This debut novel about a girl paying her way through college working as a call girl has got a first-person narrator who starts out sounding like a female Holden Caulfield, except that she's sadder and more numbed-out. What I liked best about this book was its depiction of a wised-up, privileged Manhattan girlhood and the little vignettes of trying to get by in the city. (The little riff on how no one ever buys a futon "new" is wonderful.) It's one of those bleak books, where the author's near a breakdown. And don't expect it to be really sexy. It's more like like this, during a climactic, emotionally charged sex scene ("And we did it, and I almost sort of came.") The call girl's life isn't fun and this book strips the glamour from it. Bennington won't kiss her clients, is counting how much money she'll make, to get through it, and looks at the clock, like the prostitute Bree played by Jane Fonda in "Klute." There's a hint of redemption at the end. And a lot of wit through the book. Otherwise, a dark, often bleak read.
The plot idea is much more interesting than the execution. The book was lacking in character development and the writing style was way too sparse. I didn't really care about anything that was going on.
A really great book about the ends a girl will go to in order to get herself through college. Bennington Bloom has a timid personality, a unique voice to follow, especially when it is that of a call girl.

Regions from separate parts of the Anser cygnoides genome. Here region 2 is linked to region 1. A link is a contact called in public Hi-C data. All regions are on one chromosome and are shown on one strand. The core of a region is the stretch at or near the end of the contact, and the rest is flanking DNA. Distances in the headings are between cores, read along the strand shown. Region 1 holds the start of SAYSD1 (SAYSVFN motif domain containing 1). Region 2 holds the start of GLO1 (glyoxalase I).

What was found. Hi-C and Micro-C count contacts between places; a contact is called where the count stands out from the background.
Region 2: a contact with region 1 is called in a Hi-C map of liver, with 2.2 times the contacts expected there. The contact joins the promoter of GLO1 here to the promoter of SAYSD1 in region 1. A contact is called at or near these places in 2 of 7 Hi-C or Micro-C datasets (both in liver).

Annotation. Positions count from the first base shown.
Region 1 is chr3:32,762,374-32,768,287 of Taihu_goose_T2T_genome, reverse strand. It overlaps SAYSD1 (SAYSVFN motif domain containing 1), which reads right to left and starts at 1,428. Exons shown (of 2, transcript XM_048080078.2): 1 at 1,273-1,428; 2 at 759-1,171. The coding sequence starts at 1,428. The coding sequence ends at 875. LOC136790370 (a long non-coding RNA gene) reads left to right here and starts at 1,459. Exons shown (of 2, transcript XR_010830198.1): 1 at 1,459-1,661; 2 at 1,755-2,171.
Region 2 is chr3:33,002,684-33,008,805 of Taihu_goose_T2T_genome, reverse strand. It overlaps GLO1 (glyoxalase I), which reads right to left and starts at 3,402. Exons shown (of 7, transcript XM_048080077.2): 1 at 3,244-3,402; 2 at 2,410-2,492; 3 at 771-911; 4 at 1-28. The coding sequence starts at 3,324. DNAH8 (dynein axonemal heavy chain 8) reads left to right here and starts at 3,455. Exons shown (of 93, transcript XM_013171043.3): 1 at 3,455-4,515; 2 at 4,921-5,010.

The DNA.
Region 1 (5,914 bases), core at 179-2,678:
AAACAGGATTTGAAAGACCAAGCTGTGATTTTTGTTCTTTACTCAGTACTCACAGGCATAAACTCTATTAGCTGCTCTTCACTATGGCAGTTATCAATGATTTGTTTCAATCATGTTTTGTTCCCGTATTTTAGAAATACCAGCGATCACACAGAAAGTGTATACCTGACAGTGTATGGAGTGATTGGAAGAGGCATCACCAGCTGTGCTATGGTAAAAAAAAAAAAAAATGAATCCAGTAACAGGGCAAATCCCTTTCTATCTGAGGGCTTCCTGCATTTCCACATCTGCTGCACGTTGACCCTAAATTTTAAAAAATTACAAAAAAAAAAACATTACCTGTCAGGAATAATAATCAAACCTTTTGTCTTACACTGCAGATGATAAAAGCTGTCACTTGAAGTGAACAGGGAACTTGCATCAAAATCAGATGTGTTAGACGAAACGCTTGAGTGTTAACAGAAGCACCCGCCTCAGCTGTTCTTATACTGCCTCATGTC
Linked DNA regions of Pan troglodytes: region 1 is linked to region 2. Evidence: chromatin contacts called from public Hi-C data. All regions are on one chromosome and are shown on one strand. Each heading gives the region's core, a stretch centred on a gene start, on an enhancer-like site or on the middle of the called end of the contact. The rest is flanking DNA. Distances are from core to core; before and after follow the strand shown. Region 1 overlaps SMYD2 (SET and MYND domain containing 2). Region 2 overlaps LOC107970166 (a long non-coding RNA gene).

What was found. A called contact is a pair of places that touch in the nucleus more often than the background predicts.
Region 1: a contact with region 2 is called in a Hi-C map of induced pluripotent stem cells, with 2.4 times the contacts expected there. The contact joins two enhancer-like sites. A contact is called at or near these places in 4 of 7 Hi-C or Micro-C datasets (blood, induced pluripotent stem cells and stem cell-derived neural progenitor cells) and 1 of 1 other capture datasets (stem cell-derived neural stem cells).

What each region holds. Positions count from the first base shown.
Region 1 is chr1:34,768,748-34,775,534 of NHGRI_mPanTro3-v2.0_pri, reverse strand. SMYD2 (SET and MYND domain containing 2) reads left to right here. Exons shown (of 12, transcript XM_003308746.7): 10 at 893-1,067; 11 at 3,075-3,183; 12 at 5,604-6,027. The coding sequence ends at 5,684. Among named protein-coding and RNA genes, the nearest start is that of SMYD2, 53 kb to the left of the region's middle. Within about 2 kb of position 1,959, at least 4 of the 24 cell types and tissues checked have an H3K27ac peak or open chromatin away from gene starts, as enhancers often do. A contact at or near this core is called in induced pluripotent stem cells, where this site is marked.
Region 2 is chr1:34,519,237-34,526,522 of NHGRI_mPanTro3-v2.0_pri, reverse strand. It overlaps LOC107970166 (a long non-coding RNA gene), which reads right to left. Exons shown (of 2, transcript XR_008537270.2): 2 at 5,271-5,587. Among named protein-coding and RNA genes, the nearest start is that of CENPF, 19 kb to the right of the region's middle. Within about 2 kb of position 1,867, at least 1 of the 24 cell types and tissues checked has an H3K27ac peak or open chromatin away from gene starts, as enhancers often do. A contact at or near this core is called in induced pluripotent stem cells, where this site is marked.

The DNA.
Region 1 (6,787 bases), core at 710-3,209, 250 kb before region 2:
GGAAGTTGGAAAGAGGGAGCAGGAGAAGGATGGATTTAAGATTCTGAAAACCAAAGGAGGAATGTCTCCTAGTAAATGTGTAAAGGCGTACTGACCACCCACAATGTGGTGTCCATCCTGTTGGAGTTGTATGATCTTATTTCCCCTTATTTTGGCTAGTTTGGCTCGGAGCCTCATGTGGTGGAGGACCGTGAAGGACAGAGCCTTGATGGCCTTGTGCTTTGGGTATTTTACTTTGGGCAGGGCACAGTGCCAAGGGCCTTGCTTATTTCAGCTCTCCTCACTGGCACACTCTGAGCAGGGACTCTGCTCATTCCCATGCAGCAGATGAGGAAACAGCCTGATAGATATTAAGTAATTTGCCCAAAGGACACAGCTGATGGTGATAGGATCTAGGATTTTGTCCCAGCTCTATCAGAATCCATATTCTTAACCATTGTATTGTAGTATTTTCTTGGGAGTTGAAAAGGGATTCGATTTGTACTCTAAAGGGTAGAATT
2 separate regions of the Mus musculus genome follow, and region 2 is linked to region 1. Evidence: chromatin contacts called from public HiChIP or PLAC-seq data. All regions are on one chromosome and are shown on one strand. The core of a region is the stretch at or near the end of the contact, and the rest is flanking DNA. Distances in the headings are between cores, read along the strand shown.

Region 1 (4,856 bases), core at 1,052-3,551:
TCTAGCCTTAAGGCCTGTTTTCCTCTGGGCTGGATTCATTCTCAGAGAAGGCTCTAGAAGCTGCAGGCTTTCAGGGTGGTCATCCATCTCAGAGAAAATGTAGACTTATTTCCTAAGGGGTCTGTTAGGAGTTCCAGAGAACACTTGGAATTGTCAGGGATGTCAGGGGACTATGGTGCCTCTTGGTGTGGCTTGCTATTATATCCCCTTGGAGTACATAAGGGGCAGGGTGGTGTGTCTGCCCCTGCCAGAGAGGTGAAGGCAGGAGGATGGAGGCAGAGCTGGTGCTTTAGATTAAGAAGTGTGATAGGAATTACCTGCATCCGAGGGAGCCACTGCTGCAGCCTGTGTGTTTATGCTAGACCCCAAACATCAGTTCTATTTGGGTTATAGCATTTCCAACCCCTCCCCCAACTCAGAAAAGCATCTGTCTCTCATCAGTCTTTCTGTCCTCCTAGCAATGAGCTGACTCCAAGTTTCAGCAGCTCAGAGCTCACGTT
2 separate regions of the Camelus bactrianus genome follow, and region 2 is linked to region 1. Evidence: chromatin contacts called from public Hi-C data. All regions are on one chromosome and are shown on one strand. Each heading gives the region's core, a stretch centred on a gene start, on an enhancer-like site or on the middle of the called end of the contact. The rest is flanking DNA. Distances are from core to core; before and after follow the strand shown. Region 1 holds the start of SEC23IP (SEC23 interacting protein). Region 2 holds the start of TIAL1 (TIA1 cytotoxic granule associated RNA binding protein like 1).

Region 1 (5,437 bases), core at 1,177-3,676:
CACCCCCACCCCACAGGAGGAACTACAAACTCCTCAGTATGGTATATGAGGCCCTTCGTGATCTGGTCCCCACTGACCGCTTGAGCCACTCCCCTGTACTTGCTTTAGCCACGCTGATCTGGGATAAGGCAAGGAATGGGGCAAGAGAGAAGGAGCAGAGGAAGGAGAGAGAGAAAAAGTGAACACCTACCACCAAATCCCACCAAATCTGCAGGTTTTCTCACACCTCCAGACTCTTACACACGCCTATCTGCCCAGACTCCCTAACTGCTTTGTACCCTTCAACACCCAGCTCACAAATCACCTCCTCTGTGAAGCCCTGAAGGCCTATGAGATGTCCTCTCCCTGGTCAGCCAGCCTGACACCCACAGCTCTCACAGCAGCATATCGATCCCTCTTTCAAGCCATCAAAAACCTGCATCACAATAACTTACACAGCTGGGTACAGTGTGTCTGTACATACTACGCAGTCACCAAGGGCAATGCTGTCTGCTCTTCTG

Bennington Bloom is a 19-year-old acting student at New York Univeristy in search of a part-time job. Answering an ad in the Village Voice for "coeds" leads her into a life as a high-paid call girl. In a light, no-nonsense, humorous voice, Bennington describes her sexual experiences, her adventures with eccentric friends, and her distant father. She becomes so hooked on the easy money she makes as a prostitute that when she finds a decent man and moves in with him, she can't give it up. Instead, she invents a job for herself as a caterer to explain her frequent evening absences, which leads to heartbreak and humiliation when the truth is discovered.